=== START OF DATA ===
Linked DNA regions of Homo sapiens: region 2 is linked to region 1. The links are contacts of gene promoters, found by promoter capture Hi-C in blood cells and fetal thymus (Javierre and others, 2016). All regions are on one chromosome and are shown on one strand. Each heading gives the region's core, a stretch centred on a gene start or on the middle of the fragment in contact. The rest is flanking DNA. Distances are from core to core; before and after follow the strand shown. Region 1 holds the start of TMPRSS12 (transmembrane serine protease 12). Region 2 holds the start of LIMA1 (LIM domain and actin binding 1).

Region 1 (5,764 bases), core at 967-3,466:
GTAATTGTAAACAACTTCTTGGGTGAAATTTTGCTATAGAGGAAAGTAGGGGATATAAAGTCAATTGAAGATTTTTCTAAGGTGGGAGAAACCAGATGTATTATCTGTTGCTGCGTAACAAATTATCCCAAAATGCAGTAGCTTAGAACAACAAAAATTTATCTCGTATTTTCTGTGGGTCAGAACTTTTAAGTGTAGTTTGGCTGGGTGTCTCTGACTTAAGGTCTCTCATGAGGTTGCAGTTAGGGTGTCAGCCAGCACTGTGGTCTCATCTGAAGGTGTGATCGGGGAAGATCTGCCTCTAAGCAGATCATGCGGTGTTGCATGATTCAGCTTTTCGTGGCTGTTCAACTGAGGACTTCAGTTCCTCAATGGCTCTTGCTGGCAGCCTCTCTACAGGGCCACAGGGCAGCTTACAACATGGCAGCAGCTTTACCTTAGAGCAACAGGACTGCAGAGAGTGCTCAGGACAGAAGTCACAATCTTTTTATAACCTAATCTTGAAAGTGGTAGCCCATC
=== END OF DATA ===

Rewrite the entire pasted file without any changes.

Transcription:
Linked DNA regions of Homo sapiens: region 2 is linked to region 1. The links are contacts of gene promoters, found by promoter capture Hi-C in blood cells and fetal thymus (Javierre and others, 2016). All regions are on one chromosome and are shown on one strand. Each heading gives the region's core, a stretch centred on a gene start or on the middle of the fragment in contact. The rest is flanking DNA. Distances are from core to core; before and after follow the strand shown. Region 1 holds the start of TMPRSS12 (transmembrane serine protease 12). Region 2 holds the start of LIMA1 (LIM domain and actin binding 1).

Region 1 (5,764 bases), core at 967-3,466:
GTAATTGTAAACAACTTCTTGGGTGAAATTTTGCTATAGAGGAAAGTAGGGGATATAAAGTCAATTGAAGATTTTTCTAAGGTGGGAGAAACCAGATGTATTATCTGTTGCTGCGTAACAAATTATCCCAAAATGCAGTAGCTTAGAACAACAAAAATTTATCTCGTATTTTCTGTGGGTCAGAACTTTTAAGTGTAGTTTGGCTGGGTGTCTCTGACTTAAGGTCTCTCATGAGGTTGCAGTTAGGGTGTCAGCCAGCACTGTGGTCTCATCTGAAGGTGTGATCGGGGAAGATCTGCCTCTAAGCAGATCATGCGGTGTTGCATGATTCAGCTTTTCGTGGCTGTTCAACTGAGGACTTCAGTTCCTCAATGGCTCTTGCTGGCAGCCTCTCTACAGGGCCACAGGGCAGCTTACAACATGGCAGCAGCTTTACCTTAGAGCAACAGGACTGCAGAGAGTGCTCAGGACAGAAGTCACAATCTTTTTATAACCTAATCTTGAAAGTGGTAGCCCATC